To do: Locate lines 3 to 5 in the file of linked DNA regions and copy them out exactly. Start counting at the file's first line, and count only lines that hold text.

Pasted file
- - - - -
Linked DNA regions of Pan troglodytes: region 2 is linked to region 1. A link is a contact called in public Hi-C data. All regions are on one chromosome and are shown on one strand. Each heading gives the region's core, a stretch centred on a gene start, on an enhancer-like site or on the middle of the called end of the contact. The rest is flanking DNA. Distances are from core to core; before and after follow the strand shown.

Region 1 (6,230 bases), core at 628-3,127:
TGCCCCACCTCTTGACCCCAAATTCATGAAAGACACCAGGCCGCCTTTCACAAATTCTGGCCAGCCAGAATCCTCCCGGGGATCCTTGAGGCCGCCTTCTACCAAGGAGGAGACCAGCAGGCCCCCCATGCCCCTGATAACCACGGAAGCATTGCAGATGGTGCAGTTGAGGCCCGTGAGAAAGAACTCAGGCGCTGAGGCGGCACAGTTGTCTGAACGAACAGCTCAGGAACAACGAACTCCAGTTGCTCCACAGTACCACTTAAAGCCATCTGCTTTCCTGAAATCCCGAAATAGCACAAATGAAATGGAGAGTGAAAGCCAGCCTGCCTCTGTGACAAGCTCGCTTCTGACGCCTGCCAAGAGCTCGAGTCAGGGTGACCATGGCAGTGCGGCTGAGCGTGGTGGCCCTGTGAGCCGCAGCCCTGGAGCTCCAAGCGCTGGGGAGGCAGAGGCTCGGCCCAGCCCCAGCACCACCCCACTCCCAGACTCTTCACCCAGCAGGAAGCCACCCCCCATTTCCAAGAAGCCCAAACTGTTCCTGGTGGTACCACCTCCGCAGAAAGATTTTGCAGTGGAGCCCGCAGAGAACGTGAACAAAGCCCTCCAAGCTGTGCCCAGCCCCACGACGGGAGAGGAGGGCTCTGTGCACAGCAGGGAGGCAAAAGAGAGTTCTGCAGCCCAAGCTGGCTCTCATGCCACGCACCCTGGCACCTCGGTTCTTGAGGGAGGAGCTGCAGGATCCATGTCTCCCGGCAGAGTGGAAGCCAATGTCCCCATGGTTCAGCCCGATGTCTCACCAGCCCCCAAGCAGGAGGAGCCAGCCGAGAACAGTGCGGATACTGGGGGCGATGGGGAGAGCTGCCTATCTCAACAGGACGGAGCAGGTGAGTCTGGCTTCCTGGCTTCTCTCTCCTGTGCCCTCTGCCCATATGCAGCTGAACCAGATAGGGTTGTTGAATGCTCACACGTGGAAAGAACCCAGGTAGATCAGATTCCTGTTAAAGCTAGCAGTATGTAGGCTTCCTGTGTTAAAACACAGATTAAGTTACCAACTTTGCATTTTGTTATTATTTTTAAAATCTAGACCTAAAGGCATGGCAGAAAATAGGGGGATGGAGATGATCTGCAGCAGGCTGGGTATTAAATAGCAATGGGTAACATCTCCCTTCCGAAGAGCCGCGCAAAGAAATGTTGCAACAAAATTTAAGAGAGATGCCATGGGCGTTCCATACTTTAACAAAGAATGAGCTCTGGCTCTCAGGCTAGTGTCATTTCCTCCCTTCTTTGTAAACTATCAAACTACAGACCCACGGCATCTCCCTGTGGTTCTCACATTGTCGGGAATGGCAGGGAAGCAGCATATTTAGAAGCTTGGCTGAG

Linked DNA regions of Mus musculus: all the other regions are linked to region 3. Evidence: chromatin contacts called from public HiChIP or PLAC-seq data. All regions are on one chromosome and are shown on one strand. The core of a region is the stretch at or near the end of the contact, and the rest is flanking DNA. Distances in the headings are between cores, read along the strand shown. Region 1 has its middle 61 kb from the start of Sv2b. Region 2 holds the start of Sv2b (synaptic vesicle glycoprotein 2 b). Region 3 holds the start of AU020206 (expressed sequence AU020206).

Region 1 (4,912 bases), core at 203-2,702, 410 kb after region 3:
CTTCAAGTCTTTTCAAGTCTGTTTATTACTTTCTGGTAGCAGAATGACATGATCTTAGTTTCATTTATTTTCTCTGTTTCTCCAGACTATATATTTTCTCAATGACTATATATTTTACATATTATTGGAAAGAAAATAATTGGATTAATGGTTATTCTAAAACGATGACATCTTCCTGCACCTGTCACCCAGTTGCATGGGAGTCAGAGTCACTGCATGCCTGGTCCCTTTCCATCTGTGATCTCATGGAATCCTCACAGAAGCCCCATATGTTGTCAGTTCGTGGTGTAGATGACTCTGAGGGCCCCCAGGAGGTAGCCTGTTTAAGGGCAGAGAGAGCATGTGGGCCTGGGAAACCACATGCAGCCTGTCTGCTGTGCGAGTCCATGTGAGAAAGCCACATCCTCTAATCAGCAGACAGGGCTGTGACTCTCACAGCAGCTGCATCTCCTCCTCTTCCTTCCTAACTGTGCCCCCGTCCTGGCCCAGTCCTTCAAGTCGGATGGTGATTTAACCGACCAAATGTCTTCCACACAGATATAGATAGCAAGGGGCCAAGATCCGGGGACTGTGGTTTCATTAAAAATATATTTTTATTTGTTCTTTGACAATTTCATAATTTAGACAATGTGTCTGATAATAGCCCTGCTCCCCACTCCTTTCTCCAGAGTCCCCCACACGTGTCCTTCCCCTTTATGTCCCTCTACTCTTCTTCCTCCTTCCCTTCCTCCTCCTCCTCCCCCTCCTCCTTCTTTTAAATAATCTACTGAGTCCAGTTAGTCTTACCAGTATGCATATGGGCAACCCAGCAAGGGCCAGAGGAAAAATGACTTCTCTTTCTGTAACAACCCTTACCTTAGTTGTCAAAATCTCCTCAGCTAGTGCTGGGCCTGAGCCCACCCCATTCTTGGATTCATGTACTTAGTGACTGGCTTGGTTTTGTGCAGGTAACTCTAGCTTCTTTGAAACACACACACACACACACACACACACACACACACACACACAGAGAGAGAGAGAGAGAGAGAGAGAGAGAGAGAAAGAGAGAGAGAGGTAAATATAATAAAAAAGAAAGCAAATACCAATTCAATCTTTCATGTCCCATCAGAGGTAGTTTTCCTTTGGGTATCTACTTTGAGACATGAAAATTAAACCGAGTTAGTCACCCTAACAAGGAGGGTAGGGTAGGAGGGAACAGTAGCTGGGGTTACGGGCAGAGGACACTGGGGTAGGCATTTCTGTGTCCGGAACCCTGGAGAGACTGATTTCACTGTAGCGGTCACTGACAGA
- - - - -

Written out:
TGCCCCACCTCTTGACCCCAAATTCATGAAAGACACCAGGCCGCCTTTCACAAATTCTGGCCAGCCAGAATCCTCCCGGGGATCCTTGAGGCCGCCTTCTACCAAGGAGGAGACCAGCAGGCCCCCCATGCCCCTGATAACCACGGAAGCATTGCAGATGGTGCAGTTGAGGCCCGTGAGAAAGAACTCAGGCGCTGAGGCGGCACAGTTGTCTGAACGAACAGCTCAGGAACAACGAACTCCAGTTGCTCCACAGTACCACTTAAAGCCATCTGCTTTCCTGAAATCCCGAAATAGCACAAATGAAATGGAGAGTGAAAGCCAGCCTGCCTCTGTGACAAGCTCGCTTCTGACGCCTGCCAAGAGCTCGAGTCAGGGTGACCATGGCAGTGCGGCTGAGCGTGGTGGCCCTGTGAGCCGCAGCCCTGGAGCTCCAAGCGCTGGGGAGGCAGAGGCTCGGCCCAGCCCCAGCACCACCCCACTCCCAGACTCTTCACCCAGCAGGAAGCCACCCCCCATTTCCAAGAAGCCCAAACTGTTCCTGGTGGTACCACCTCCGCAGAAAGATTTTGCAGTGGAGCCCGCAGAGAACGTGAACAAAGCCCTCCAAGCTGTGCCCAGCCCCACGACGGGAGAGGAGGGCTCTGTGCACAGCAGGGAGGCAAAAGAGAGTTCTGCAGCCCAAGCTGGCTCTCATGCCACGCACCCTGGCACCTCGGTTCTTGAGGGAGGAGCTGCAGGATCCATGTCTCCCGGCAGAGTGGAAGCCAATGTCCCCATGGTTCAGCCCGATGTCTCACCAGCCCCCAAGCAGGAGGAGCCAGCCGAGAACAGTGCGGATACTGGGGGCGATGGGGAGAGCTGCCTATCTCAACAGGACGGAGCAGGTGAGTCTGGCTTCCTGGCTTCTCTCTCCTGTGCCCTCTGCCCATATGCAGCTGAACCAGATAGGGTTGTTGAATGCTCACACGTGGAAAGAACCCAGGTAGATCAGATTCCTGTTAAAGCTAGCAGTATGTAGGCTTCCTGTGTTAAAACACAGATTAAGTTACCAACTTTGCATTTTGTTATTATTTTTAAAATCTAGACCTAAAGGCATGGCAGAAAATAGGGGGATGGAGATGATCTGCAGCAGGCTGGGTATTAAATAGCAATGGGTAACATCTCCCTTCCGAAGAGCCGCGCAAAGAAATGTTGCAACAAAATTTAAGAGAGATGCCATGGGCGTTCCATACTTTAACAAAGAATGAGCTCTGGCTCTCAGGCTAGTGTCATTTCCTCCCTTCTTTGTAAACTATCAAACTACAGACCCACGGCATCTCCCTGTGGTTCTCACATTGTCGGGAATGGCAGGGAAGCAGCATATTTAGAAGCTTGGCTGAG

Linked DNA regions of Mus musculus: all the other regions are linked to region 3. Evidence: chromatin contacts called from public HiChIP or PLAC-seq data. All regions are on one chromosome and are shown on one strand. The core of a region is the stretch at or near the end of the contact, and the rest is flanking DNA. Distances in the headings are between cores, read along the strand shown. Region 1 has its middle 61 kb from the start of Sv2b. Region 2 holds the start of Sv2b (synaptic vesicle glycoprotein 2 b). Region 3 holds the start of AU020206 (expressed sequence AU020206).

Region 1 (4,912 bases), core at 203-2,702, 410 kb after region 3: